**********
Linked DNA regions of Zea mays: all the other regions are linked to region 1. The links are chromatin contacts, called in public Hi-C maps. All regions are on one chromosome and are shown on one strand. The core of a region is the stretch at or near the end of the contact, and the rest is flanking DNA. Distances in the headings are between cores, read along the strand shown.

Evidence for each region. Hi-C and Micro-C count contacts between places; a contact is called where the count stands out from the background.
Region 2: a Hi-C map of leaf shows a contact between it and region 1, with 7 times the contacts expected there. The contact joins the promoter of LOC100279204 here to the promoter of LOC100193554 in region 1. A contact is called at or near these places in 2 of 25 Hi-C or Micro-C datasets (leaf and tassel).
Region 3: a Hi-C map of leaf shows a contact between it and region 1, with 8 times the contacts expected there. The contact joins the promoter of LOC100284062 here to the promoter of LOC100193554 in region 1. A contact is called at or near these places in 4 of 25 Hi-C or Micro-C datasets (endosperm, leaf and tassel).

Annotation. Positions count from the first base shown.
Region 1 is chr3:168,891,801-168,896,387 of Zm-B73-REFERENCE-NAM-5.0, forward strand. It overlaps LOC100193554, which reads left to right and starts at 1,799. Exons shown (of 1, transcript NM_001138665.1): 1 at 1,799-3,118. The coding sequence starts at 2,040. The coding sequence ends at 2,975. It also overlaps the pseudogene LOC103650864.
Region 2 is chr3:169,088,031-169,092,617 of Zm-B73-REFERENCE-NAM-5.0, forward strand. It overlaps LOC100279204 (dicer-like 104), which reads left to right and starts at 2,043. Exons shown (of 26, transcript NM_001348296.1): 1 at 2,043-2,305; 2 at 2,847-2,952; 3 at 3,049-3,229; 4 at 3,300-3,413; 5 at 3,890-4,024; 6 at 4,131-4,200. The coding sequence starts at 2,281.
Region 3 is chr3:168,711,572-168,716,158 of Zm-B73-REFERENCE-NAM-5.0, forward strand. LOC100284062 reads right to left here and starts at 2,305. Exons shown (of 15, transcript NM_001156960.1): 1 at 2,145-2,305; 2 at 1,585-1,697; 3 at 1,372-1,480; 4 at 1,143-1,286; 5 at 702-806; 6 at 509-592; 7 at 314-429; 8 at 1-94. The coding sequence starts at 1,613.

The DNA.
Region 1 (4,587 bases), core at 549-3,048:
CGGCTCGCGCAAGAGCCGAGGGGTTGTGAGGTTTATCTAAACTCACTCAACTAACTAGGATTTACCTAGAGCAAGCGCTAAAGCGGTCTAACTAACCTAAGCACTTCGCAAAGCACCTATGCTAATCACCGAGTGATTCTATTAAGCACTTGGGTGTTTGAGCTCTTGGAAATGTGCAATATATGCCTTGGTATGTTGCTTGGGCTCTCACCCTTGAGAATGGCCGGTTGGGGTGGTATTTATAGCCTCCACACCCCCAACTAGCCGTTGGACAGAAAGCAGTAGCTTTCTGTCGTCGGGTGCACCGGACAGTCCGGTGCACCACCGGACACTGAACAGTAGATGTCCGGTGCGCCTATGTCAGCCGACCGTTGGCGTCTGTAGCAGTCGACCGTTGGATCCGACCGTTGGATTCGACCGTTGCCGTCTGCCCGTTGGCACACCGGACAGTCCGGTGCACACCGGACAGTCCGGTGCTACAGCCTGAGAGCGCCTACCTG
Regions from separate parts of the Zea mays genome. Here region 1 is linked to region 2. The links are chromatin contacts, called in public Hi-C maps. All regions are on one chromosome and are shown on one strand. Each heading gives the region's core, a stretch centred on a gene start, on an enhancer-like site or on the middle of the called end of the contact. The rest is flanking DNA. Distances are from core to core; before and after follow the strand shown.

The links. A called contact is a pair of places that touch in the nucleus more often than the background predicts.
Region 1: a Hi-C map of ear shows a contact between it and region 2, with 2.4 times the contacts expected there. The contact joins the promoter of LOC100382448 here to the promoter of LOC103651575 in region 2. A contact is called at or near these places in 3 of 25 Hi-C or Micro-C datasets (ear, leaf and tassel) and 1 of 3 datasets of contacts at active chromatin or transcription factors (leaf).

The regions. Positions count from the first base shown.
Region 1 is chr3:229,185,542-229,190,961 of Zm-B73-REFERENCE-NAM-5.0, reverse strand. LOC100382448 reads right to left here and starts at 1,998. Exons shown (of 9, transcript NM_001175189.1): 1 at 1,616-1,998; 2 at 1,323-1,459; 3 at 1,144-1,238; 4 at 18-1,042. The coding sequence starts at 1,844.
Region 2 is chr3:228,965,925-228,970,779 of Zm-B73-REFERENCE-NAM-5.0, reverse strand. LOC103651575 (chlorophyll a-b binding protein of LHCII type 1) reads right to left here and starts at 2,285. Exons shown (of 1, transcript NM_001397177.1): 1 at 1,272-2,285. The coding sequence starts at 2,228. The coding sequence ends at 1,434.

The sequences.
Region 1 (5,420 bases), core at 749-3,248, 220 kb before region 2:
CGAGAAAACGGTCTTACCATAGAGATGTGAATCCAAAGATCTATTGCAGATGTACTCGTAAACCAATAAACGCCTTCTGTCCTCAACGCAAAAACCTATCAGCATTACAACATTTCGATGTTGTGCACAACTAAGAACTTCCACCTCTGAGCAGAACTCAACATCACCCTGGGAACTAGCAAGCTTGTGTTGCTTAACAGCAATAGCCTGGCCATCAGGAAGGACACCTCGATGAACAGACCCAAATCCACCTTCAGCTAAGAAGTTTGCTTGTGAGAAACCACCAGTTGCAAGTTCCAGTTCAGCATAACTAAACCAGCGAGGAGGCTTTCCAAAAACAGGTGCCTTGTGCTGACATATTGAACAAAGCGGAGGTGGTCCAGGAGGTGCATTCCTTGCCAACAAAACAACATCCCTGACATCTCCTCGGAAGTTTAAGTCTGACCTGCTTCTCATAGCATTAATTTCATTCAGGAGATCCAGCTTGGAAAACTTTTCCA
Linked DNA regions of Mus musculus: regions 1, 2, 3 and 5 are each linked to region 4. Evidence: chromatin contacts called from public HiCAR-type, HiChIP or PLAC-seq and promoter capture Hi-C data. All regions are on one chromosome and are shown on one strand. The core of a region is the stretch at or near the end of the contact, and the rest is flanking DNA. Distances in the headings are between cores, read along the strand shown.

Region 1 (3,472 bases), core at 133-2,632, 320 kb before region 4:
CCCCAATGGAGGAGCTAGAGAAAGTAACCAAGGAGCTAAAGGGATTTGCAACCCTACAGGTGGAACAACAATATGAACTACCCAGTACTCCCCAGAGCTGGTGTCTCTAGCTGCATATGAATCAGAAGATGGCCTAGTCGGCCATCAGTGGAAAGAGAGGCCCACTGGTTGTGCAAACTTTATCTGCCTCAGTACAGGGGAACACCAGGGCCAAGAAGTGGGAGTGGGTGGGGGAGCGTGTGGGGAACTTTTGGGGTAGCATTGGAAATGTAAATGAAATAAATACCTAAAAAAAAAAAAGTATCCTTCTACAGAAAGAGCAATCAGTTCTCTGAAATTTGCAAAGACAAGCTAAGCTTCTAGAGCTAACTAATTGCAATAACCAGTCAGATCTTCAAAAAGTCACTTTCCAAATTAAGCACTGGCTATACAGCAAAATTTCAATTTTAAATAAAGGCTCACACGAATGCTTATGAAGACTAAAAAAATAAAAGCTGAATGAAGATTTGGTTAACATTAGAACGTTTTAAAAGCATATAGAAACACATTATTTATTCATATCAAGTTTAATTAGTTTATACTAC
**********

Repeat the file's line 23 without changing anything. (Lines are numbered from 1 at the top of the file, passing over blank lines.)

CCCCAATGGAGGAGCTAGAGAAAGTAACCAAGGAGCTAAAGGGATTTGCAACCCTACAGGTGGAACAACAATATGAACTACCCAGTACTCCCCAGAGCTGGTGTCTCTAGCTGCATATGAATCAGAAGATGGCCTAGTCGGCCATCAGTGGAAAGAGAGGCCCACTGGTTGTGCAAACTTTATCTGCCTCAGTACAGGGGAACACCAGGGCCAAGAAGTGGGAGTGGGTGGGGGAGCGTGTGGGGAACTTTTGGGGTAGCATTGGAAATGTAAATGAAATAAATACCTAAAAAAAAAAAAGTATCCTTCTACAGAAAGAGCAATCAGTTCTCTGAAATTTGCAAAGACAAGCTAAGCTTCTAGAGCTAACTAATTGCAATAACCAGTCAGATCTTCAAAAAGTCACTTTCCAAATTAAGCACTGGCTATACAGCAAAATTTCAATTTTAAATAAAGGCTCACACGAATGCTTATGAAGACTAAAAAAATAAAAGCTGAATGAAGATTTGGTTAACATTAGAACGTTTTAAAAGCATATAGAAACACATTATTTATTCATATCAAGTTTAATTAGTTTATACTAC